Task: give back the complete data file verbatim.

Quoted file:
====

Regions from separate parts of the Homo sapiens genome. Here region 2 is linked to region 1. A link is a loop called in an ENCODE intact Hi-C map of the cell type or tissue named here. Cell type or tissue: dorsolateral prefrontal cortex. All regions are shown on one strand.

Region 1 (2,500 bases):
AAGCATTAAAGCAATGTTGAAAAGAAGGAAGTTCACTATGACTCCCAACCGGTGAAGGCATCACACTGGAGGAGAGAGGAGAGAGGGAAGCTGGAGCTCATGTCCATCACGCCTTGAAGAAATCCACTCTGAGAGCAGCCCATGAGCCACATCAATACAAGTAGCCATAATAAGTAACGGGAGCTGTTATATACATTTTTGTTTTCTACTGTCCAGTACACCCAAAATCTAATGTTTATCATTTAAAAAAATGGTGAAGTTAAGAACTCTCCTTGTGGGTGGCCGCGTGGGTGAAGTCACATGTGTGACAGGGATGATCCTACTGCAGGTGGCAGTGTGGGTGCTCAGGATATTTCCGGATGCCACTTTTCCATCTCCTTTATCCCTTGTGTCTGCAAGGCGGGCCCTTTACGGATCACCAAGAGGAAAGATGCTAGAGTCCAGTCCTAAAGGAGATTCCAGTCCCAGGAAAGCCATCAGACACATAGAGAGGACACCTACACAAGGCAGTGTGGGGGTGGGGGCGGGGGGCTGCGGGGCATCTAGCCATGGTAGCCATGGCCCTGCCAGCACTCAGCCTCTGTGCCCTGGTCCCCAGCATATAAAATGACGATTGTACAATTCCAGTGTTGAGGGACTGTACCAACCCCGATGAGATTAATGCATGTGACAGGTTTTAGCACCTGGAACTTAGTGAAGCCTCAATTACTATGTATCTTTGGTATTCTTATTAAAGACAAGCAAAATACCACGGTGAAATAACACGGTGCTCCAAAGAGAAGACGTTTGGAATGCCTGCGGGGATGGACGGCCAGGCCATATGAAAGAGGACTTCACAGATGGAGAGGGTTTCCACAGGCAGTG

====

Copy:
Regions from separate parts of the Homo sapiens genome. Here region 2 is linked to region 1. A link is a loop called in an ENCODE intact Hi-C map of the cell type or tissue named here. Cell type or tissue: dorsolateral prefrontal cortex. All regions are shown on one strand.

Region 1 (2,500 bases):
AAGCATTAAAGCAATGTTGAAAAGAAGGAAGTTCACTATGACTCCCAACCGGTGAAGGCATCACACTGGAGGAGAGAGGAGAGAGGGAAGCTGGAGCTCATGTCCATCACGCCTTGAAGAAATCCACTCTGAGAGCAGCCCATGAGCCACATCAATACAAGTAGCCATAATAAGTAACGGGAGCTGTTATATACATTTTTGTTTTCTACTGTCCAGTACACCCAAAATCTAATGTTTATCATTTAAAAAAATGGTGAAGTTAAGAACTCTCCTTGTGGGTGGCCGCGTGGGTGAAGTCACATGTGTGACAGGGATGATCCTACTGCAGGTGGCAGTGTGGGTGCTCAGGATATTTCCGGATGCCACTTTTCCATCTCCTTTATCCCTTGTGTCTGCAAGGCGGGCCCTTTACGGATCACCAAGAGGAAAGATGCTAGAGTCCAGTCCTAAAGGAGATTCCAGTCCCAGGAAAGCCATCAGACACATAGAGAGGACACCTACACAAGGCAGTGTGGGGGTGGGGGCGGGGGGCTGCGGGGCATCTAGCCATGGTAGCCATGGCCCTGCCAGCACTCAGCCTCTGTGCCCTGGTCCCCAGCATATAAAATGACGATTGTACAATTCCAGTGTTGAGGGACTGTACCAACCCCGATGAGATTAATGCATGTGACAGGTTTTAGCACCTGGAACTTAGTGAAGCCTCAATTACTATGTATCTTTGGTATTCTTATTAAAGACAAGCAAAATACCACGGTGAAATAACACGGTGCTCCAAAGAGAAGACGTTTGGAATGCCTGCGGGGATGGACGGCCAGGCCATATGAAAGAGGACTTCACAGATGGAGAGGGTTTCCACAGGCAGTG